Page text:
Spinal intradural extramedullary tumors: the value of intraoperative neurophysiologic monitoring on surgical outcome

Ran Harel, David Schleifer, Shmuel Appel, Moshe Attia, Zvi R. Cohen, Nachshon Knoller

Research output: Contribution to journalArticlepeer-review

42 Scopus citations


Nerve sheath tumors and meningiomas account for most intradural extramedullary (IDEM) tumors. These tumors are benign and amenable to complete surgical resection. In recent years, these surgeries are performed with intraoperative neurophysiologic monitoring (IONM) in order to minimize neurological injury, but the evidence for the statistical efficacy of this utility is lacking. This paper evaluates IONM benefits in IDEM tumor resection. Data of patients treated surgically for spinal intradural tumors from 1998 to 2003 was previously collected and analyzed. We retrospectively evaluated patients’ charts operated in the years 2011 to 2013. Patients’ medical files were reviewed including radiological examinations and electrophysiological reports. The data was collected and evaluated. Forty-one cases of meningioma or nerve sheath tumor resection surgery were performed in the study period. The surgical results were compared to 70 cases of historical controls. Demographic data was similar in these two groups. Sensitivity, specificity, and positive and negative predicted values of IONM were 75, 100, 100, and 97%, respectively. New neurological deficit rate was evident in 10 and 14% for the study and control groups, respectively (not significant). While IONM predicts neurological deficits with high accuracy level, this study does not suggest that there is a significant global benefit of IONM in these cases. As reported by others, in this series, the rate of new neurological deficits in non-monitored cases is similar to the monitored cases series; hence, IONM role in preventing new neurological deficits has yet to be proven.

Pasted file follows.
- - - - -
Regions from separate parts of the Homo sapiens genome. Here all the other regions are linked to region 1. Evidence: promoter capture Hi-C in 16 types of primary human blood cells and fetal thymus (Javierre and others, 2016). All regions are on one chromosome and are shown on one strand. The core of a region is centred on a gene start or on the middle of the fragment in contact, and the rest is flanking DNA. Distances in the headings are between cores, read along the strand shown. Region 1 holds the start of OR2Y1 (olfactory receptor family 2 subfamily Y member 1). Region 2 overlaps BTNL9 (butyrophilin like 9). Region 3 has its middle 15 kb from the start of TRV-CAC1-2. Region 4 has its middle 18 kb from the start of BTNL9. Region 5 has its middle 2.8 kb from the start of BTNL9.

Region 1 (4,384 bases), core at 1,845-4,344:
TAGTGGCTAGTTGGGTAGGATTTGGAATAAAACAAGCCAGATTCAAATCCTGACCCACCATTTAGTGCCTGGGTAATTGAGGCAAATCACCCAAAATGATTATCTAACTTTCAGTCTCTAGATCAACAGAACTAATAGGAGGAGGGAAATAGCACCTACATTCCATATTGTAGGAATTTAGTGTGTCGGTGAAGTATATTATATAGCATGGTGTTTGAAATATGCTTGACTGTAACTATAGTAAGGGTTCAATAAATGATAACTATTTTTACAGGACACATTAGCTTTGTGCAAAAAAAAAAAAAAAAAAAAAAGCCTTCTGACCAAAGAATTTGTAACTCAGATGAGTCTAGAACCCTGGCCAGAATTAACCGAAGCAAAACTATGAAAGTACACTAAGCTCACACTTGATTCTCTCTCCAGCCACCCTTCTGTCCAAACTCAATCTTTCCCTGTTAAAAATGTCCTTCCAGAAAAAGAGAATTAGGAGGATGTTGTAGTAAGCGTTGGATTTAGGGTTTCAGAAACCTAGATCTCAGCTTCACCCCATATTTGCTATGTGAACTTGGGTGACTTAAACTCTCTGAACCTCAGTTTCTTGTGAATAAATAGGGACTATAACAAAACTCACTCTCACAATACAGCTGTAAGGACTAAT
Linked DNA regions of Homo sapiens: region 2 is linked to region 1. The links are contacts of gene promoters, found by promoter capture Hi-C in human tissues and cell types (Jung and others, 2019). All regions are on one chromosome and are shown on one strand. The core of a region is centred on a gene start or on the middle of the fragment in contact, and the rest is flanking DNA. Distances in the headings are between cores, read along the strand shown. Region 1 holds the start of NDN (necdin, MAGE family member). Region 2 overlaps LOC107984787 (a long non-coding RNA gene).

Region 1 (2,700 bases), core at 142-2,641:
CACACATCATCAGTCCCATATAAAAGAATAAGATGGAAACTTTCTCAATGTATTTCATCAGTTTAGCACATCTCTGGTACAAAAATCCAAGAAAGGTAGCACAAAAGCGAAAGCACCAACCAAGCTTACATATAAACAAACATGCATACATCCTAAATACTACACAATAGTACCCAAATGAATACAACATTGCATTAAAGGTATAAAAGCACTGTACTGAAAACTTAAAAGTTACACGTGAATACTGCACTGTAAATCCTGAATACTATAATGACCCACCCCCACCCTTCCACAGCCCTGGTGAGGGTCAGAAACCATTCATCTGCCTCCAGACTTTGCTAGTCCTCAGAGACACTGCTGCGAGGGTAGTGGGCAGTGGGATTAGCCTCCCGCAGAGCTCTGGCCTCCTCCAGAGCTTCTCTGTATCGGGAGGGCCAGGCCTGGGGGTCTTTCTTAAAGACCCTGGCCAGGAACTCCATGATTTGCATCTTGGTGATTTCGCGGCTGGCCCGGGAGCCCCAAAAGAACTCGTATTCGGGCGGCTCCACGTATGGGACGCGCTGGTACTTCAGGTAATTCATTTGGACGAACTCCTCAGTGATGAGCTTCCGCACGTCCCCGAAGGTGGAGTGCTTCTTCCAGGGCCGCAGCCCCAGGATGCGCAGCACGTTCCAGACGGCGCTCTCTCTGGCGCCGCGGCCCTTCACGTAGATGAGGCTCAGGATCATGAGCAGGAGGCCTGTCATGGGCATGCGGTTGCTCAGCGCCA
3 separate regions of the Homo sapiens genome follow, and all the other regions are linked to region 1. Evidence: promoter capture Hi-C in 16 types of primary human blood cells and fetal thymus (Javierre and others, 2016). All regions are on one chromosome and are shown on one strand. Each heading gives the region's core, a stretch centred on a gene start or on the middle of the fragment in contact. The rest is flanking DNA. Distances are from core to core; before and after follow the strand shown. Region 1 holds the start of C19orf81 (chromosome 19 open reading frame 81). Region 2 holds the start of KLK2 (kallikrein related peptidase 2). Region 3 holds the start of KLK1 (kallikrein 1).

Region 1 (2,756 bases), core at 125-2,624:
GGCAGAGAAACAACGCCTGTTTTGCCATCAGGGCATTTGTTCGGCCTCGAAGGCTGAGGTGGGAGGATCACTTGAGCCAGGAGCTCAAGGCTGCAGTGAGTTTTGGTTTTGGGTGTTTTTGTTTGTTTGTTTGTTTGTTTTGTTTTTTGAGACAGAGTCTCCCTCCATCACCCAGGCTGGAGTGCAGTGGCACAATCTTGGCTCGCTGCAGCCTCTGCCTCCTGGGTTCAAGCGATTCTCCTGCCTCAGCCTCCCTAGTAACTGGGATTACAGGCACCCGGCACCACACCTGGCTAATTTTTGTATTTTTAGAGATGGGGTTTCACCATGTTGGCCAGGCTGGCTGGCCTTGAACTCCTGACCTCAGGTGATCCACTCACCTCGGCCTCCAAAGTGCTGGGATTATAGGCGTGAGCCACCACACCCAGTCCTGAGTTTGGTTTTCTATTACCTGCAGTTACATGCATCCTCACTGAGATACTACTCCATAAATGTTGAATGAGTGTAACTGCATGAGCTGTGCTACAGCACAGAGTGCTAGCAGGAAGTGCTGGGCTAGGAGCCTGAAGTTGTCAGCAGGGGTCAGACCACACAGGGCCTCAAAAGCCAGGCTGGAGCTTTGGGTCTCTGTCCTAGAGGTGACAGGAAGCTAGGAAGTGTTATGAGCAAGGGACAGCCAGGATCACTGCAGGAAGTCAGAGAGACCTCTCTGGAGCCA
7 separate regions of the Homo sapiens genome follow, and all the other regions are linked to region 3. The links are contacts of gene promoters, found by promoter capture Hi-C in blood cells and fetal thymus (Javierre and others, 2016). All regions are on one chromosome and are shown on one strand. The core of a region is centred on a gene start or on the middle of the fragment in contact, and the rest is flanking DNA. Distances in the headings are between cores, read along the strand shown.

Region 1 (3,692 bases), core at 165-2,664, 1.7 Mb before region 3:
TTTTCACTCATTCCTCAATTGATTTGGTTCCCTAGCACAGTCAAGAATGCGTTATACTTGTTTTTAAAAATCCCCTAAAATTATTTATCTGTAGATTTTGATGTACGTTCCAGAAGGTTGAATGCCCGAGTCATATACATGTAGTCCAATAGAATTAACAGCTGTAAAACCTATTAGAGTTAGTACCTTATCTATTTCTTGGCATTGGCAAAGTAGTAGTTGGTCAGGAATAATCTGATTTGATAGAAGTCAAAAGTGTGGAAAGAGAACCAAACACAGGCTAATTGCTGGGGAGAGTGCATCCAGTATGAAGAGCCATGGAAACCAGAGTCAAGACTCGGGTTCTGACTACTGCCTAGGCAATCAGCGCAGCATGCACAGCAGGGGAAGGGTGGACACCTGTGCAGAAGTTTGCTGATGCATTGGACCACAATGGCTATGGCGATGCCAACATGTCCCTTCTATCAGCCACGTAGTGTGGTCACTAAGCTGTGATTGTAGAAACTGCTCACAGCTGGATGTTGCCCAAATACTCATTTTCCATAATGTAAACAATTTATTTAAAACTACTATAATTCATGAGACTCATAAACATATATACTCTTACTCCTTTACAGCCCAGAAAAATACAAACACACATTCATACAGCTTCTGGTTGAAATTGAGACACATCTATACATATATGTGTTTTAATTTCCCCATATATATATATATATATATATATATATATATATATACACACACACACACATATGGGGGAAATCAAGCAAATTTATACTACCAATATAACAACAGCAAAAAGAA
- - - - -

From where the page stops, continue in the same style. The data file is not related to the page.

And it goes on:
Original languageEnglish
Pages (from-to)613-619
Number of pages7
JournalNeurosurgical Review
Issue number4
StatePublished - 1 Oct 2017


  • Intradural tumor
  • Intraoperative neurophysiologic monitoring
  • Meningioma
  • Nerve sheath tumor
  • Spine tumor surgery

ASJC Scopus subject areas

  • Surgery
  • Clinical Neurology


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